But with the growth rate slipping behind all but one of the other Nordic nations, there is a risk that rivals could catch up on the Swedes in the near future.
“Work on getting foreign tourism to grow more is important and a priority,” Visit Sweden’s acting CEO Kristina Ösund told news agency TT.
The number of foreign overnight stays in Sweden last year grew to 13.9 million, according to EU statistical office Eurostat – an increase of 3.1 percent on 2015. Denmark came second with 11.6 million, Norway third with 9.8 million, Iceland fourth with 6.8 million, and Finland last with 5.6 million.
The figures, based on a statistical forecast, show some clear trends.
One is that despite the growth, Sweden is at risk of slipping behind the likes of Denmark, Norway, and Iceland. Among the Nordics, the island nation saw by far the biggest percentage growth in tourism, with an 18.5 percent increase in overnight stays. Norway meanwhile also saw large growth, up by 11.4 percent compared to 2015.
Visit Sweden head Ösund emphasized that Sweden is still the most popular destination for foreigners in the Nordics however.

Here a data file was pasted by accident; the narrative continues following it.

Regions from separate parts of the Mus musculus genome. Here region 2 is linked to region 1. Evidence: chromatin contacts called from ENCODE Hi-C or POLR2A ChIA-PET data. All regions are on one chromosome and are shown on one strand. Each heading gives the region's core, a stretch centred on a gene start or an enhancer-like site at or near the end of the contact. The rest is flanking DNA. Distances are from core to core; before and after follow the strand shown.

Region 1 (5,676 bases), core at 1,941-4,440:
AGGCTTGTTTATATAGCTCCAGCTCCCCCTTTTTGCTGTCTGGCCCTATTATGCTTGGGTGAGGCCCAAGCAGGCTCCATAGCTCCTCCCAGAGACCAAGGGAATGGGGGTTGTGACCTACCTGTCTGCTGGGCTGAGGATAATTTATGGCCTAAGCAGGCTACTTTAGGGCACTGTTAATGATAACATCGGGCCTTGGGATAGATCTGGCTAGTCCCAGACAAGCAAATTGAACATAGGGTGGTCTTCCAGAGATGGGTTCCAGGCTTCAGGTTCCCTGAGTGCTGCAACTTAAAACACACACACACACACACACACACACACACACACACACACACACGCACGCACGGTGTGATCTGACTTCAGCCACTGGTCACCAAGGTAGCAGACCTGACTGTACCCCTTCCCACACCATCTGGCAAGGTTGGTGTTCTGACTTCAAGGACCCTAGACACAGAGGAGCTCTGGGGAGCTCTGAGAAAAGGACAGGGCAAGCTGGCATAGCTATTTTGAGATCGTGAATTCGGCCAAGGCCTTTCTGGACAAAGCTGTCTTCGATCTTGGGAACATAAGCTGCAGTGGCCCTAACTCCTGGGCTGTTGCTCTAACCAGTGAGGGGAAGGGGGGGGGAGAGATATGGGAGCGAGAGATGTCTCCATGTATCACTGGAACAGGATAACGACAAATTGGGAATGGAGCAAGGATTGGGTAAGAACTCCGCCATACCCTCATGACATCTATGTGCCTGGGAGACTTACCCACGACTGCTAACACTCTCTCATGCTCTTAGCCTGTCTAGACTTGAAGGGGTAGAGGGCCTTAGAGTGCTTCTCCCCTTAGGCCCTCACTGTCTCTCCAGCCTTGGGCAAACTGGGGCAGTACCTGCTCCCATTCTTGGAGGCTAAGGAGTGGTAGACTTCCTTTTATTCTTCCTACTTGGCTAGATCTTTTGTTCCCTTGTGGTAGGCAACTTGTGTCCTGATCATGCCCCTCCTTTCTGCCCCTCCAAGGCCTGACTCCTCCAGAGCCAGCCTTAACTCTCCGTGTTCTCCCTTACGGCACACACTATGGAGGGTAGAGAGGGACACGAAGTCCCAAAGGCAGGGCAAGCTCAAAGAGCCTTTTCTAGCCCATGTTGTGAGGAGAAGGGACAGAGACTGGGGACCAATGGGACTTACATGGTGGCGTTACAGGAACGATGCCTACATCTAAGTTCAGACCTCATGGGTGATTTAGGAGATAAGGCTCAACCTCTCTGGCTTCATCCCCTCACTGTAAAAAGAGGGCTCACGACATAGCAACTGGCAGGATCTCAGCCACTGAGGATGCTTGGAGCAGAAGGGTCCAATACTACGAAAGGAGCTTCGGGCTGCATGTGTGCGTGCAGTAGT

“In absolute terms we’re ahead of the other countries in the Nordics. If the interest in Nordic countries and Scandinavia grows, all countries will share in that,” she said.
Jens Heed, head of research at the Swedish agency for Economic and Regional Growth, is less relaxed. He thinks that there could be cause for concern.
“If the figure is correct, it’s lower than what we would have expected, if you also look at the growth in 2015,” he noted.
According to the stats, Sweden also had a larger share of domestic overnight stays in 2016 compared to the other Nordic nations. Only 25 percent of the total overnight stays in the country that year were made up of visitors coming from abroad, compared with 36 percent in Denmark, 30 in Norway and 28 in Finland.
“There is potential here that means we believe the figures could grow even more. Work on getting foreign tourism to grow more is important and a priority,” Ösund concluded.
Northern Sweden in particular is a region experiencing a tourism boom, its regional tourist board revealed earlier this month. The number of British tourists travelling to Norrbotten has doubled since 2010, while the number of German tourists has increased by 50 percent in the same period.
The chance of seeing the Northern Lights has likely helped – not to mention the famous Icehotel in Jukkaskärvi.